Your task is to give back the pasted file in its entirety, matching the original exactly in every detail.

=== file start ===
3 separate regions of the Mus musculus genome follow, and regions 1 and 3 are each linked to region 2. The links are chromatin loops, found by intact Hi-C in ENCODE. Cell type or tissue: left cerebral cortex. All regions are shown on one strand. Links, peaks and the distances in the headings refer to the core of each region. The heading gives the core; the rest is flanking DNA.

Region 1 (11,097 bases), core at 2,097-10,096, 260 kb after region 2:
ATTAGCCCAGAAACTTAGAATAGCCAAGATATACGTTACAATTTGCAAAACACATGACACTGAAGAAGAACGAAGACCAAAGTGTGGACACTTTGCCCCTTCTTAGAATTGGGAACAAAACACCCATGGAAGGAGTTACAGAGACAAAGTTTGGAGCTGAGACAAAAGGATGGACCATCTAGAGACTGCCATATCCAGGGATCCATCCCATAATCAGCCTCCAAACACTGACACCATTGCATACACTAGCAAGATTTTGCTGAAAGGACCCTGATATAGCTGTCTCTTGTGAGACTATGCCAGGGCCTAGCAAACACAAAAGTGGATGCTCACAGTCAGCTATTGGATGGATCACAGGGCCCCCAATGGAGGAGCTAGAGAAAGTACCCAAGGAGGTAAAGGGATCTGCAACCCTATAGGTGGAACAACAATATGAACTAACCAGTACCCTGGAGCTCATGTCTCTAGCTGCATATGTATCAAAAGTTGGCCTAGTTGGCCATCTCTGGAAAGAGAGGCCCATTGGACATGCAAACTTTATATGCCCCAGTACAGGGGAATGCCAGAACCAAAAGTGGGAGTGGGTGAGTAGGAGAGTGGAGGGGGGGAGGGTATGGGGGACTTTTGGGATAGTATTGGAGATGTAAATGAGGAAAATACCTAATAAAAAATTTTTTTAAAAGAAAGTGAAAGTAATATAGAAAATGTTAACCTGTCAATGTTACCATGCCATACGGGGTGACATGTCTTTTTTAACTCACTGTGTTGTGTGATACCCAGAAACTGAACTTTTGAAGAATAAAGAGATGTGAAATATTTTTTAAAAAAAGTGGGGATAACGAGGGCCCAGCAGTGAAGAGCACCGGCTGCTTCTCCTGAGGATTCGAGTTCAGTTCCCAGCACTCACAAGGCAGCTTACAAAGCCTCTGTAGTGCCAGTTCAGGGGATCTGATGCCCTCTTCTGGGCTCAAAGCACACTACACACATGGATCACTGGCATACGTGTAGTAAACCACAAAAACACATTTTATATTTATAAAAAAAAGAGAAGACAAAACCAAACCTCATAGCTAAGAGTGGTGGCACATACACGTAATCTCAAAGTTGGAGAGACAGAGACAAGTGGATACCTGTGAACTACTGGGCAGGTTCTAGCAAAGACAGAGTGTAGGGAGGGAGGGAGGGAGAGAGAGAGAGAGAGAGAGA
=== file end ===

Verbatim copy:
3 separate regions of the Mus musculus genome follow, and regions 1 and 3 are each linked to region 2. The links are chromatin loops, found by intact Hi-C in ENCODE. Cell type or tissue: left cerebral cortex. All regions are shown on one strand. Links, peaks and the distances in the headings refer to the core of each region. The heading gives the core; the rest is flanking DNA.

Region 1 (11,097 bases), core at 2,097-10,096, 260 kb after region 2:
ATTAGCCCAGAAACTTAGAATAGCCAAGATATACGTTACAATTTGCAAAACACATGACACTGAAGAAGAACGAAGACCAAAGTGTGGACACTTTGCCCCTTCTTAGAATTGGGAACAAAACACCCATGGAAGGAGTTACAGAGACAAAGTTTGGAGCTGAGACAAAAGGATGGACCATCTAGAGACTGCCATATCCAGGGATCCATCCCATAATCAGCCTCCAAACACTGACACCATTGCATACACTAGCAAGATTTTGCTGAAAGGACCCTGATATAGCTGTCTCTTGTGAGACTATGCCAGGGCCTAGCAAACACAAAAGTGGATGCTCACAGTCAGCTATTGGATGGATCACAGGGCCCCCAATGGAGGAGCTAGAGAAAGTACCCAAGGAGGTAAAGGGATCTGCAACCCTATAGGTGGAACAACAATATGAACTAACCAGTACCCTGGAGCTCATGTCTCTAGCTGCATATGTATCAAAAGTTGGCCTAGTTGGCCATCTCTGGAAAGAGAGGCCCATTGGACATGCAAACTTTATATGCCCCAGTACAGGGGAATGCCAGAACCAAAAGTGGGAGTGGGTGAGTAGGAGAGTGGAGGGGGGGAGGGTATGGGGGACTTTTGGGATAGTATTGGAGATGTAAATGAGGAAAATACCTAATAAAAAATTTTTTTAAAAGAAAGTGAAAGTAATATAGAAAATGTTAACCTGTCAATGTTACCATGCCATACGGGGTGACATGTCTTTTTTAACTCACTGTGTTGTGTGATACCCAGAAACTGAACTTTTGAAGAATAAAGAGATGTGAAATATTTTTTAAAAAAAGTGGGGATAACGAGGGCCCAGCAGTGAAGAGCACCGGCTGCTTCTCCTGAGGATTCGAGTTCAGTTCCCAGCACTCACAAGGCAGCTTACAAAGCCTCTGTAGTGCCAGTTCAGGGGATCTGATGCCCTCTTCTGGGCTCAAAGCACACTACACACATGGATCACTGGCATACGTGTAGTAAACCACAAAAACACATTTTATATTTATAAAAAAAAGAGAAGACAAAACCAAACCTCATAGCTAAGAGTGGTGGCACATACACGTAATCTCAAAGTTGGAGAGACAGAGACAAGTGGATACCTGTGAACTACTGGGCAGGTTCTAGCAAAGACAGAGTGTAGGGAGGGAGGGAGGGAGAGAGAGAGAGAGAGAGAGA